Recently, I and two other members of the Devolab had the opportunity to participate in an instructor training workshop for Software Carpentry and Data Carpentry. Software Carpentry is an organization that runs workshops aimed at helping scientists who can program a little improve their programming, while Data Carpentry is aimed at getting scientists with little to no programming experience started with data analysis beyond a spreadsheet. These workshops (including the instructor training) use an evidence-based, open-source teaching style that really appeals to me. Every time a pedagogical approach was mentioned, citations were provided to back it up. All of the lessons are maintained in github repositories, which everyone is encouraged to submit pull requests to (doing so is even a requirement for becoming an instructor!).
Here are three ideas that I took away from the workshop:
- Having a class take notes collectively works surprisingly well – Software Carpentry uses etherpads, online notepads which can be edited by many people at once, to record notes on each workshop. I had expected to find this distracting, but I was completely wrong. In any workshop, participants will have a range of ability levels. Having collective notes ensures that people who are struggling to get their code to run will still have a reference for what material was covered, while the people who are ahead of the curve have something to do (take notes) so that they stay engaged. Participants can also ask questions on the etherpad, which is way less distracting than having them whisper questions to their neighbors, and also gives the instructor a chance to answer them if they want.
- Sticky notes for everything! I had already seen this in action at workshops I’d helped out at in the past, but I continue to be impressed by it. At the start of each session, everyone was given two sticky notes: one red and one green. Over the course of the two day workshop, sticky notes were used for:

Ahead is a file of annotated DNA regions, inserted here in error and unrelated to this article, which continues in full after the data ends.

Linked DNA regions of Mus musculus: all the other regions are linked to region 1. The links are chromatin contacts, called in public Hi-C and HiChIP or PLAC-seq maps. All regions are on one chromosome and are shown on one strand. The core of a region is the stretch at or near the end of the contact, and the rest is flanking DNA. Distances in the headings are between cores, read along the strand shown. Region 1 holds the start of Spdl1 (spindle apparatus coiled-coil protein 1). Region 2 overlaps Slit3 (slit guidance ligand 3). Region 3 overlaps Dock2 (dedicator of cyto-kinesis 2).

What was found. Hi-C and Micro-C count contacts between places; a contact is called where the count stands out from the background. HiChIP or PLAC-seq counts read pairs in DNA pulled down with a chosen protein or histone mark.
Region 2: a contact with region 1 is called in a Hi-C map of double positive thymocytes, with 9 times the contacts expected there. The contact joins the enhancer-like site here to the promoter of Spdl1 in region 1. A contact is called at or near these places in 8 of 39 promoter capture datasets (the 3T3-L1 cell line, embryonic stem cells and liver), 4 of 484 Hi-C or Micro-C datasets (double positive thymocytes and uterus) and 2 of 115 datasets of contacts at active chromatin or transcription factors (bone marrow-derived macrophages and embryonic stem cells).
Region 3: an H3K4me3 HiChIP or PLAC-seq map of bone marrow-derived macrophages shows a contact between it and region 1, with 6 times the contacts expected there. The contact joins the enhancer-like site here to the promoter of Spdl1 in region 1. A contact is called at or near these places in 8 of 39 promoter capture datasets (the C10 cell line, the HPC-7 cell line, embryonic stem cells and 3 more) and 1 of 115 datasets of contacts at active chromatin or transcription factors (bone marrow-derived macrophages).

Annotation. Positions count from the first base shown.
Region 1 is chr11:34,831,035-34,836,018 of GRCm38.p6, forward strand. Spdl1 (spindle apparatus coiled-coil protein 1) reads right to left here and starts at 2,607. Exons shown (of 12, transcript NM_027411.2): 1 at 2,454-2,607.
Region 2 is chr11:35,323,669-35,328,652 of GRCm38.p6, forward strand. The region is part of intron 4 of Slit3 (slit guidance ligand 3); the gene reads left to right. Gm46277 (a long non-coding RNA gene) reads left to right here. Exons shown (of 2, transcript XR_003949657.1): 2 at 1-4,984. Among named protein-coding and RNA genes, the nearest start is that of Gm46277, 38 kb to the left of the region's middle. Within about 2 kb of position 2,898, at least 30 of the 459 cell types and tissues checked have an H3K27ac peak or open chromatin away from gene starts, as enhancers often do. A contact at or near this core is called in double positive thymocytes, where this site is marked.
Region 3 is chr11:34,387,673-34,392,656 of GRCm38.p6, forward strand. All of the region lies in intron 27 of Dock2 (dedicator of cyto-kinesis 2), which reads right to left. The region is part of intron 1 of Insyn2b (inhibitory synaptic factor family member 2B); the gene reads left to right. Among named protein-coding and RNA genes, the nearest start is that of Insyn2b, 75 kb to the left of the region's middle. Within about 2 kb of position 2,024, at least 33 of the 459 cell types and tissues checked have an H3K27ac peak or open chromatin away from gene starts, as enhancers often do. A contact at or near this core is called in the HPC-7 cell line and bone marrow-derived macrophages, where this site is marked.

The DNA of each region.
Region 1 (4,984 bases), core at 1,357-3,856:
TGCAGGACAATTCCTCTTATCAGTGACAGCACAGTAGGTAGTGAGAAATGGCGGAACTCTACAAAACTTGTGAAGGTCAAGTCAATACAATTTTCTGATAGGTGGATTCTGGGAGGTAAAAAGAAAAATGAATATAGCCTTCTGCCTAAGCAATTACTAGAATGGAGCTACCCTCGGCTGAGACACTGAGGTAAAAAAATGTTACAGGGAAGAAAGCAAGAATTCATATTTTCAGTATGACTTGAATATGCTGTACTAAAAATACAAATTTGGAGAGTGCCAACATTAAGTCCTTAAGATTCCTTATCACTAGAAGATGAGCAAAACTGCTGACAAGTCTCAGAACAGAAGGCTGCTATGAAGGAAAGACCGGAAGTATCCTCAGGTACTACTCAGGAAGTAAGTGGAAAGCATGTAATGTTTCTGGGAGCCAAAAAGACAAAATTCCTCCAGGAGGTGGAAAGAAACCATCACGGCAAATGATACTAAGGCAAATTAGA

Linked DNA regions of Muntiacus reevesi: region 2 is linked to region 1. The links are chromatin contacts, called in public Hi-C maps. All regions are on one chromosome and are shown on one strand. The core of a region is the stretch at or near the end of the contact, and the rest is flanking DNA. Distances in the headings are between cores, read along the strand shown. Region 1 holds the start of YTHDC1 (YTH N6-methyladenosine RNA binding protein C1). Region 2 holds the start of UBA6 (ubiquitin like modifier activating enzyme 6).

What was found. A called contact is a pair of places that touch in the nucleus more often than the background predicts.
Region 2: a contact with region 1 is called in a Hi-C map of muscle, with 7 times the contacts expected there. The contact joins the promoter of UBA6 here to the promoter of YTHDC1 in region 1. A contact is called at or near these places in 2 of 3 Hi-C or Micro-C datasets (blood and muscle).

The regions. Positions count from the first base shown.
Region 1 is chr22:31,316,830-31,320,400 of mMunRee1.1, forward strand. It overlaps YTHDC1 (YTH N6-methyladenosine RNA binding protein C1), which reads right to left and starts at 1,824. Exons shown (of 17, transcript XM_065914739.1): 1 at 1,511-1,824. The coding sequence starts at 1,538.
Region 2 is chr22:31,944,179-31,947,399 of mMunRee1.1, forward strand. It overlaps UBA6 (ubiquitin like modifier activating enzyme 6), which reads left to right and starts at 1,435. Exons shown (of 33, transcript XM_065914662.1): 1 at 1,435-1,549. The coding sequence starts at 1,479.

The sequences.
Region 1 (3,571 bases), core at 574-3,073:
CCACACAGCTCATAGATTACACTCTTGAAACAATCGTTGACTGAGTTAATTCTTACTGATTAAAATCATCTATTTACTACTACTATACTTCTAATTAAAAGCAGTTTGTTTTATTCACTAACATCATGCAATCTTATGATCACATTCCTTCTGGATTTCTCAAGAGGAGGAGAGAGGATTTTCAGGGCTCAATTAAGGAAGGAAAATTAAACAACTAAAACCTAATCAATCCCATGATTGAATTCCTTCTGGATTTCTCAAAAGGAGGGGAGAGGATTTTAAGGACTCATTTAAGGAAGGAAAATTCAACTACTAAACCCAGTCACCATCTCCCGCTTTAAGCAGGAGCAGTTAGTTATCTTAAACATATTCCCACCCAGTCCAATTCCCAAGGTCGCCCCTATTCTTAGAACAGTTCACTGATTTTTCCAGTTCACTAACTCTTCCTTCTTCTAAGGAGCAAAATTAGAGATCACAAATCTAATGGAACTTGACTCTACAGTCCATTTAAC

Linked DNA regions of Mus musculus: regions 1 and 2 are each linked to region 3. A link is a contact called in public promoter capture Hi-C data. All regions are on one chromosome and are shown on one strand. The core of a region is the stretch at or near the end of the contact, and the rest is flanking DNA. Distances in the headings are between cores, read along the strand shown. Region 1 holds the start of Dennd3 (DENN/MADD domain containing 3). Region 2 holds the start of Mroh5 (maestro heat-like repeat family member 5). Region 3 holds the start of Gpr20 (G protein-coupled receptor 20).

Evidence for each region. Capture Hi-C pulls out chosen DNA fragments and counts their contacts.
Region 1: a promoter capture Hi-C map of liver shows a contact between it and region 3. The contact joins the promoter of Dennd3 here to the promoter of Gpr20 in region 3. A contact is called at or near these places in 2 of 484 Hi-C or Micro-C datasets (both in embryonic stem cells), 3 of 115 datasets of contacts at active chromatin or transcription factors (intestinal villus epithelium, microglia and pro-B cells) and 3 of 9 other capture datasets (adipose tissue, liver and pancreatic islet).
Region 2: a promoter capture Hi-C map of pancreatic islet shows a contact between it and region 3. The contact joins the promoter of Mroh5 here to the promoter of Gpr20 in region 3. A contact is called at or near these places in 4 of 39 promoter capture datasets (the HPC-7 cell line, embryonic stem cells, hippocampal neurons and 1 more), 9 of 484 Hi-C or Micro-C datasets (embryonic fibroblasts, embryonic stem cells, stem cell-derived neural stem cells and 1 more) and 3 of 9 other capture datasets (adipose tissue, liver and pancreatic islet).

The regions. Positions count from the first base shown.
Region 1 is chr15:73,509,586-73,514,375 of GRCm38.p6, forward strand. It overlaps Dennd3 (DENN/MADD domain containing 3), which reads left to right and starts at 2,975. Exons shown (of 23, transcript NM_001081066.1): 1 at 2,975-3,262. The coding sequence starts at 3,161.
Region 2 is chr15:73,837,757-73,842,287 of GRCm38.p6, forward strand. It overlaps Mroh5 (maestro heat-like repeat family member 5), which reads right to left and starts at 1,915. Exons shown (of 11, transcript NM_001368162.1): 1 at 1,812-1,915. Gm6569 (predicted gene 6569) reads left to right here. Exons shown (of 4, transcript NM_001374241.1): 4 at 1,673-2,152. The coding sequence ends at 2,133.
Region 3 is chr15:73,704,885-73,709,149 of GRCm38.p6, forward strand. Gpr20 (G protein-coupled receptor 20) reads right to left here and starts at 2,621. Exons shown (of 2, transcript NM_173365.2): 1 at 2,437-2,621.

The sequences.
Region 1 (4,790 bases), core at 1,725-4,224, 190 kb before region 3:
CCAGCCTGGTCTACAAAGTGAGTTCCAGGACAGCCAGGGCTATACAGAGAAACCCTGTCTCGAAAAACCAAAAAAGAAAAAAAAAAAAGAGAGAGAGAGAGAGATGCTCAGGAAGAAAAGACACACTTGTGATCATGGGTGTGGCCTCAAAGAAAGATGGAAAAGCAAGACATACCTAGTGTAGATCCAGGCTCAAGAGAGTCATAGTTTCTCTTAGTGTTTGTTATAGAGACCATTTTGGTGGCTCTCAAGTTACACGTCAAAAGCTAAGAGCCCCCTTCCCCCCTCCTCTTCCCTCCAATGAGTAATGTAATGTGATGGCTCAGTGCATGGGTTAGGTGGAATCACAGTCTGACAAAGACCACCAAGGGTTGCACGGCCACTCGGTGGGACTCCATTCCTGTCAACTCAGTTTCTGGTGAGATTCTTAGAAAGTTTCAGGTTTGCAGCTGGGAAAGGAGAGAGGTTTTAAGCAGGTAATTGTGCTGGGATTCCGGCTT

- Responding to quick multiple-choice questions to ensure that everyone was on the same page (hold up a color corresponding to the answer you’re selecting).
- Indicating when people had completed or needed help with an exercise (green sticky note on laptop = everything’s fine/I’ve finished, red = need help).
- Writing down feedback on the workshop (positives on green sticky notes, negatives on red ones).
- Ensuring equal participation – everyone puts three sticky notes on their laptop at the start of a discussion, and takes them down once they’ve spoken. If you don’t have a sticky note left, you can’t talk. Sticky notes get reset once everyone has used at least one.
- Empowering people matters – While Software Carpentry’s short term goal is to help scientists improve their coding skills, they have a longer-term goal of changing the culture of computation in science. Computation is becoming increasingly important across most fields of science, but it’s not like there’s magically extra time in most science curricula to teach these skills to students. As a result, students get a piecemeal introduction to computation. They don’t learn concepts that are important for doing reproducible science, such as version control. Software Carpentry can’t teach all of these skills in a two day workshop either. What Software Carpentry can do, however, is introduce students to important concepts and empower them to learn more as needed. Ultimately, the instructor training workshop is doing the same thing, but on the next level. It is reaching out to scientists with some computational skills, and empowering them to share these skills with other scientists, much like the computer science student mentorship program that I wrote about previously. The requirement that all instructors make at least one pull request to a Software or Data Carpentry git repository is an excellent example of this empowerment in action. Confession: I had never submitted a pull request before this workshop. I’ve had ideas for contributions that I could make to open source projects, but my imposter syndrome has always gotten the better of me. I worry that my code isn’t good enough, or I’ll be bothering the owners of the repository. Being told that I had to make a pull request, however small, was an invitation into the open source process. Making computational scientists feel welcome in this process is a critical step towards building a collaborative scientific community.
This workshop definitely made for a busy two days, but it was completely worth it. Also, if you’re in the Lansing area, be on the look-out for a digital evolution oriented Software Carpentry workshop at the end of the summer! We’ve encountered a number of people who want to work with Avida, but don’t quite have the computational skills needed to do so. Since those skills are exactly the set of skills that Software Carpentry workshops teach, teaching a workshop for them seems like the obvious solution.